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Promo Companies Respond to Recycling Crisis

28 Jan

Visstun is the latest supplier to offer products made with recycled content.
{from ASI Christopher Ruvo}

The United States is experiencing a recycling crisis. The trouble stems, in significant part, from China’s decision in 2018 to restrict imports of certain recyclables, including most used plastics and mixed paper, such as office paper and junk mail.

That was a big problem for the U.S., which had been shipping massive quantities of such recyclables to China. As a result, some communities in the U.S. and other nations, including Canada, “are running out of room to store the mounting stockpiles [of recyclables] and have stopped collecting plastic, paper products or glass,” Bloomberg News reported. “Some places in the U.S., Australia and Canada are sending material to landfills or burning it.”

Such practices present environmental hazards. Still, some private companies are stepping up to mitigate the impact. Last year, for example, Mars, PepsiCo and Unilever vowed to reduce their use of new plastic in favor of used plastic.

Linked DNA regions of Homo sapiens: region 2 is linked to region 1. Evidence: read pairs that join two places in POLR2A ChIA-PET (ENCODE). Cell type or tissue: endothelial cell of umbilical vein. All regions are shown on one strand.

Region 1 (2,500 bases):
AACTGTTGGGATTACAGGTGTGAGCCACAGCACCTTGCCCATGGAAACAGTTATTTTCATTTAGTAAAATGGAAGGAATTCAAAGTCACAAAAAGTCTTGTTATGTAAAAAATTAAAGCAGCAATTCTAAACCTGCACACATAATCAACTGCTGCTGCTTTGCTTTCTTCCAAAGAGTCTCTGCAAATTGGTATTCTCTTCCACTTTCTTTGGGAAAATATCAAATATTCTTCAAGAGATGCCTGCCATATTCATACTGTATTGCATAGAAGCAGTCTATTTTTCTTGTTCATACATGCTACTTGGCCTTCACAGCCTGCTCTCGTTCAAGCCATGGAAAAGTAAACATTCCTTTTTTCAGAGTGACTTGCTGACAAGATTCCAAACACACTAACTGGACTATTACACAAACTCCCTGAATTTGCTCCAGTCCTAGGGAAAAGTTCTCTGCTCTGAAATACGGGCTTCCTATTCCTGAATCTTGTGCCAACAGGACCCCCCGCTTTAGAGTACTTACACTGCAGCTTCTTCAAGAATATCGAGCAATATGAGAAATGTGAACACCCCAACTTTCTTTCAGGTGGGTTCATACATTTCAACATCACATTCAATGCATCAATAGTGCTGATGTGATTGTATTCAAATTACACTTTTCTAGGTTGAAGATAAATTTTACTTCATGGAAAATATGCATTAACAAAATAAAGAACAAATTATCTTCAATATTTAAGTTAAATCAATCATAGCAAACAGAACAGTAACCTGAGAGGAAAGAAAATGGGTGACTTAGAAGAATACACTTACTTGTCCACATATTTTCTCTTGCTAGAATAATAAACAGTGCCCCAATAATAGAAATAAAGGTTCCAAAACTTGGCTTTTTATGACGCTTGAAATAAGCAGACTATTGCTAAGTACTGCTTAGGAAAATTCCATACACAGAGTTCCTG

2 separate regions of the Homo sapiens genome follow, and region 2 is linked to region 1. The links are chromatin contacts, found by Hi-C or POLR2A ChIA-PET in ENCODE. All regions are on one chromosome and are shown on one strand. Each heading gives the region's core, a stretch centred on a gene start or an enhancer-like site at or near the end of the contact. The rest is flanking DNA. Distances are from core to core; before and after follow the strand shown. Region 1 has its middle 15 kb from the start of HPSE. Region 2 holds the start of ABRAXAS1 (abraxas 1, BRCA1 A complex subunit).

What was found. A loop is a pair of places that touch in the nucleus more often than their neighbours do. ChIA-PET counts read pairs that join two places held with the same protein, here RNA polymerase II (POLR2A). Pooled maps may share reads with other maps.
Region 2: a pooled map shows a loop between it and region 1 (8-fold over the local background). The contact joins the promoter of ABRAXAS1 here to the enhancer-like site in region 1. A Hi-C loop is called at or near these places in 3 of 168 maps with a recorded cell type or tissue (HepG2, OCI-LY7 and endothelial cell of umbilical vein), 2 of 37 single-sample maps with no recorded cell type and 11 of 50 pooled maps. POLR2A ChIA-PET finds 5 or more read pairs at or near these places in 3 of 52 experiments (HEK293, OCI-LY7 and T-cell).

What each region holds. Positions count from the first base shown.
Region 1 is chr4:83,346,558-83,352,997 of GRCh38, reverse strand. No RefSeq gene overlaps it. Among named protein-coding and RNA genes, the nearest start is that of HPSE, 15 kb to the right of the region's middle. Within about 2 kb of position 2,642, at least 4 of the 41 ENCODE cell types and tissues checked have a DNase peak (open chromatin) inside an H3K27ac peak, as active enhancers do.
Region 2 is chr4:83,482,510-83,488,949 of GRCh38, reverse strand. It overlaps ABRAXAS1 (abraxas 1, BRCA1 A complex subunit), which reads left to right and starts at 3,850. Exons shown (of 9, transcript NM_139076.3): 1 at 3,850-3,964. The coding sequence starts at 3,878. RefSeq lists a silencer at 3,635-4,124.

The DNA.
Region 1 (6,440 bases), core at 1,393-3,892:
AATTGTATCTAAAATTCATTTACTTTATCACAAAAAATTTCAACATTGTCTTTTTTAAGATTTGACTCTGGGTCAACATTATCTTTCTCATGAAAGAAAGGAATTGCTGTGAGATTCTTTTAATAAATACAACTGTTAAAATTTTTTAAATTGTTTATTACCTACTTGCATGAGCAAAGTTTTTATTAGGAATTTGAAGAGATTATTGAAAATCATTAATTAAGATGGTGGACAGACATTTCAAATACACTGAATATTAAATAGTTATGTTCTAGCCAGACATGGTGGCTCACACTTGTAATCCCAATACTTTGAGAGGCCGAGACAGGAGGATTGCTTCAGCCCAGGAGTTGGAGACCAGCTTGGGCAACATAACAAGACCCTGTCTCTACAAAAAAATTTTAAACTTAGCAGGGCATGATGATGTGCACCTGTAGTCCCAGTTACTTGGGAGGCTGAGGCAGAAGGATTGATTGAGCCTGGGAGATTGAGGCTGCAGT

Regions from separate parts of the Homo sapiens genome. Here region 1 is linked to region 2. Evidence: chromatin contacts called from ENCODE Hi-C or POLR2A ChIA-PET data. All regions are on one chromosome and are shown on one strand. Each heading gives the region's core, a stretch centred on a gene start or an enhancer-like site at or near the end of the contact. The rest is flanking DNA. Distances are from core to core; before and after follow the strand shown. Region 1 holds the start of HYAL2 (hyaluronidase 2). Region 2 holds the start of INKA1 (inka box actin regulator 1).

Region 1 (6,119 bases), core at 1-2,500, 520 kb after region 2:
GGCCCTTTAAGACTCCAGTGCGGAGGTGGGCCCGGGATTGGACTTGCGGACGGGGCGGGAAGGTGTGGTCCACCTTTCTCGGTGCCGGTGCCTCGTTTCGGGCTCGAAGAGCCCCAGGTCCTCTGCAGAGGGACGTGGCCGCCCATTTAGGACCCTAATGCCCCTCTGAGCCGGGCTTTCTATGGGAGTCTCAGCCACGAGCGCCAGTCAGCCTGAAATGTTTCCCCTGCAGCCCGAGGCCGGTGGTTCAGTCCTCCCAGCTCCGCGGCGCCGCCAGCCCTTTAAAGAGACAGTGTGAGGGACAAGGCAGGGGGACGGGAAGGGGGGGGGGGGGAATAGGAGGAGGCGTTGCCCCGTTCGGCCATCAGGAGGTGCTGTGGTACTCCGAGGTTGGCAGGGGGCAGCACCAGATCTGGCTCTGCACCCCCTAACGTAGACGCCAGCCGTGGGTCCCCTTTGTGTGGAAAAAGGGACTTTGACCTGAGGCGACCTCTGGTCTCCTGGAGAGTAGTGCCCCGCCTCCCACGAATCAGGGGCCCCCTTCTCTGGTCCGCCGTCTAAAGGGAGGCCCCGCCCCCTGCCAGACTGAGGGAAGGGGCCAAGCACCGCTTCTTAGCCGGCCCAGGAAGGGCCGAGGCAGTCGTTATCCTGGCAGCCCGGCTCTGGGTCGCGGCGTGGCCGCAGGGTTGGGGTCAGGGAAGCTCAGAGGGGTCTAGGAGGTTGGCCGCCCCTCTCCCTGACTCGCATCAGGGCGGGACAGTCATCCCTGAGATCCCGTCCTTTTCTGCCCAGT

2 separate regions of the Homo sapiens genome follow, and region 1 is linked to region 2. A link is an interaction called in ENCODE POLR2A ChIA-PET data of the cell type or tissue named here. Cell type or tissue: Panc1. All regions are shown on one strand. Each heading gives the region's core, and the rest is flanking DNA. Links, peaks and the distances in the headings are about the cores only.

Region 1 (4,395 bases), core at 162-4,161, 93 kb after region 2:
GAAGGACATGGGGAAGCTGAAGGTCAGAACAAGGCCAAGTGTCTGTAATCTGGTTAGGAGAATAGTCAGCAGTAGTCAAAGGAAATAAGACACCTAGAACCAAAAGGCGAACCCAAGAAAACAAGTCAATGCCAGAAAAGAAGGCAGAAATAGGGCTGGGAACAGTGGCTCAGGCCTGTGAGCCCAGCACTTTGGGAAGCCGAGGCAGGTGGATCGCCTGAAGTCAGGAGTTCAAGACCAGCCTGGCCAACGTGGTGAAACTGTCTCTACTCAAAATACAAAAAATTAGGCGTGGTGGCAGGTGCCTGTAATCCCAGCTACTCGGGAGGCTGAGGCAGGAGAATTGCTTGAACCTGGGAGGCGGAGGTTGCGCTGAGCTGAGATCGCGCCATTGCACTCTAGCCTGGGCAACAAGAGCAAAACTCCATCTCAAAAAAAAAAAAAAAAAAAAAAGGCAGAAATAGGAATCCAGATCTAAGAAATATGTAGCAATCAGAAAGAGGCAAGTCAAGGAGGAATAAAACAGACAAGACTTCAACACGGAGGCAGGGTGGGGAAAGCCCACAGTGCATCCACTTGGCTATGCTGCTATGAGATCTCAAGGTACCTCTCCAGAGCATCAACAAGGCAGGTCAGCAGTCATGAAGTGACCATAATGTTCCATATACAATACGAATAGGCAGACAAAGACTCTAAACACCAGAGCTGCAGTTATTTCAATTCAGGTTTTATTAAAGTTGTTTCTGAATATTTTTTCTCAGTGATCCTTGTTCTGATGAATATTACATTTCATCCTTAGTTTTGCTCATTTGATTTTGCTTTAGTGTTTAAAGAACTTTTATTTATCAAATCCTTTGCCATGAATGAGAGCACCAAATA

Forward-thinking promotional products companies are getting in on the sustainability initiatives, too. The latest example comes from Visstun (asi/49716).

WELCOME TO THE INDUSTRY’S HI-DEFINITION, HIGH-VOLUME CUP & CONTAINER MANUFACTURER

On Friday, the Las Vegas, NV-based supplier announced that all of its paper cups, containers and paper lids contain Sustana’s EnviroLife post-consumer recycled fiber. It had been Visstun’s goal for 2019 to make all the products using 30% recycled fiber. But Visstun exceeded that goal: As of Dec. 17, 2019, the products contained 35% post-consumer recycled content.